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5 hours ago, GregBowman said:

They are but it’s uber under threat not the drivers - there are at least 10 alternatives in London already and the next big one Lyft has barely got going 

Many are now heavily advertising at drivers with greatly reduced commission 10-15%

feels like a race to the bottom for the app companies 

Probably, but the consumer wins either way, which is good.

 

Car sales down 30% in India, one minister blamed Uber, I don't think that is true, but I doubt to many people will have a car as their second biggest expense in 10 years time.

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The UKGOV were supposed to be acting on the findings of the Taylor Review into the gig economy, won't hold my breath waiting for that to happen, unless Corbyn gets in.

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1 hour ago, reddog said:

Probably, but the consumer wins either way, which is good.

 

Car sales down 30% in India, one minister blamed Uber, I don't think that is true, but I doubt to many people will have a car as their second biggest expense in 10 years time.

IMHO car ownership will flatten or decline but not at that pace 

Still probably the worlds favourite ever invention, public transport just not viable for most people outside a city centre of have to make multiple meetings in a day. If you look at it video conferencing etc has been roundly rejected by the business community considering the technology has been around for years 

The privacy and freedom a car gives will still be a desire for millions 

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2 hours ago, reddog said:

Probably, but the consumer wins either way, which is good.

 

Car sales down 30% in India, one minister blamed Uber, I don't think that is true, but I doubt to many people will have a car as their second biggest expense in 10 years time.

Tata car sales down 54% down in India, it is Uber and the hipsters in the UK

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3 hours ago, GregBowman said:

Still probably the worlds favourite ever invention, public transport just not viable for most people outside a city centre of have to make multiple meetings in a day. If you look at it video conferencing etc has been roundly rejected by the business community considering the technology has been around for years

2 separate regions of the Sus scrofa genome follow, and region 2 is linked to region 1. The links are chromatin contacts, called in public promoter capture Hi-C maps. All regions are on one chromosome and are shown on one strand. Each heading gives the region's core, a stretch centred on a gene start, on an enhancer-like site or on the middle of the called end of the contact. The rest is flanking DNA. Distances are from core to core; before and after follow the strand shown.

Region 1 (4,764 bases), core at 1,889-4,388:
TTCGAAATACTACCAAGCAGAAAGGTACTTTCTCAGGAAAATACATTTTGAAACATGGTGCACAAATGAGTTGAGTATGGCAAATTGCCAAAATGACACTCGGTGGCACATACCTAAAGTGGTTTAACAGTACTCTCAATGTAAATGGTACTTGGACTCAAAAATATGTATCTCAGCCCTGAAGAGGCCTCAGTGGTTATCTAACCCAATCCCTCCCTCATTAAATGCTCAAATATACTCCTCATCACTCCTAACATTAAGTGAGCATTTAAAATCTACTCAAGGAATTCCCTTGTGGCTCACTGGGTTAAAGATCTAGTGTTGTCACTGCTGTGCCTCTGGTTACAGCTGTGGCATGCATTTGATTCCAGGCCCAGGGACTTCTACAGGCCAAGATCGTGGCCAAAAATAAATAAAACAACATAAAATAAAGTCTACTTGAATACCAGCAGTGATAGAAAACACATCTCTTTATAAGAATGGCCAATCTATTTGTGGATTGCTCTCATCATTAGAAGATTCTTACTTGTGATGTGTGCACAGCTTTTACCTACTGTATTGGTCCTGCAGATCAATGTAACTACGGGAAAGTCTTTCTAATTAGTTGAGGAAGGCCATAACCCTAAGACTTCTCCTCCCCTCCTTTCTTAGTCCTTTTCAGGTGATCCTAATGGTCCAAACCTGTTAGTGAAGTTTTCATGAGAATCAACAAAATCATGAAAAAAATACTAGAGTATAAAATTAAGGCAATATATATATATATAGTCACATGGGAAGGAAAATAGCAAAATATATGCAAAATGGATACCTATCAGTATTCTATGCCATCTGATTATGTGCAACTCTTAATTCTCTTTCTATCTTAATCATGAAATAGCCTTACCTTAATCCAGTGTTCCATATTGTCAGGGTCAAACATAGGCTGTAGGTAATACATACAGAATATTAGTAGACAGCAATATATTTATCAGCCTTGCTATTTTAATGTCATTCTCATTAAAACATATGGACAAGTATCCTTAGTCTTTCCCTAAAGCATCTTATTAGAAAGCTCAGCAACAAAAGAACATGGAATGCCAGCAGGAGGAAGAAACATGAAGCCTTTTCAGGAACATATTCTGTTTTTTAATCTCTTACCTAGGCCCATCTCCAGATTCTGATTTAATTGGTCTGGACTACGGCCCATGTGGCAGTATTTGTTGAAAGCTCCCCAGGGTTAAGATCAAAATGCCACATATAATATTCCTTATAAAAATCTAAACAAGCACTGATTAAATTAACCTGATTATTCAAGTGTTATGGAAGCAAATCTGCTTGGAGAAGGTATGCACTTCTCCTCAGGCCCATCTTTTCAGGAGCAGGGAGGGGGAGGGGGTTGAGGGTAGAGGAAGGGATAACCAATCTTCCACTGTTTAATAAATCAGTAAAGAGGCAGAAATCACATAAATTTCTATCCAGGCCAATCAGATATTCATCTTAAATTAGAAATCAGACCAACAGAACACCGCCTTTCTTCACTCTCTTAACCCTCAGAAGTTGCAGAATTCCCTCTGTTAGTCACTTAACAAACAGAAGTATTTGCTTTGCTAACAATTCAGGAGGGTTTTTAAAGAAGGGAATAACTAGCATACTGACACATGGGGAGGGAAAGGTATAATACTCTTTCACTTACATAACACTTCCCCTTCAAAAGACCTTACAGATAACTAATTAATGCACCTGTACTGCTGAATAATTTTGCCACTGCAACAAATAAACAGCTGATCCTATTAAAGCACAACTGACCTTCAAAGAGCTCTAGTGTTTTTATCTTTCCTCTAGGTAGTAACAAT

If it wasn't possible I suspect you'd fine there aren't actually anywhere near as many people who need to make multiple meetings in a day.

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3 hours ago, GregBowman said:

If you look at it video conferencing etc has been roundly rejected by the business community considering the technology has been around for years 

 

Not saying I like it, but I am usually on multiple WebEx calls a day, due to colleagues in India and Slovakia.  So I would say video conferencing is gaining acceptance, even if no one actually likes it!

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All this owning your own electric car to self drive, charge yourself is hearsay and almost very unlikely for the majority of people.......most probably it will be rent a car you will never own,  an automated car pre-charged to pick you up and drop you off at your destination......much more money can be made and less infrastructure spending investment required. 

They don't want you to own....they want you to rent almost everything you need....a continuous flow of new money/income.;)

£2 a month....you wish......how much a mile?....inflation plus 1% ongoing?

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10 minutes ago, winkie said:

All this owning your own electric car to self drive, charge yourself is hearsay and almost very unlikely for the majority of people.......most probably it will be rent a car you will never own,  an automated car pre-charged to pick you up and drop you off at your destination......much more money can be made and less infrastructure spending investment required. 

They don't want you to own....they want you to rent almost everything you need....a continuous flow of new money/income.;)

£2 a month....you wish......how much a mile?....inflation plus 1% ongoing?

So some people keep claiming but I can't see it happening. There will be some who go for that but not all. It would require rather more infrastructure spending, not less. Where are all these automated cars going to go in the meantime? They need to be parked up overnight somewhere, and you'll still need almost as many of them as currently exists. And if they're running around empty between picking up and dropping off then you need more road capacity, not less, even if they can use it more efficiently. There isn't anywhere near the electric infrastructure to support all cars being electric, automated or otherwise, but the running empty part will require even more.

And (thankfully) automated cars aren't as near as people seem to think. Bloody stupid idea.

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16 minutes ago, winkie said:

All this owning your own electric car to self drive, charge yourself is hearsay and almost very unlikely for the majority of people.......most probably it will be rent a car you will never own,  an automated car pre-charged to pick you up and drop you off at your destination......much more money can be made and less infrastructure spending investment required. 

They don't want you to own....they want you to rent almost everything you need....a continuous flow of new money/income.;)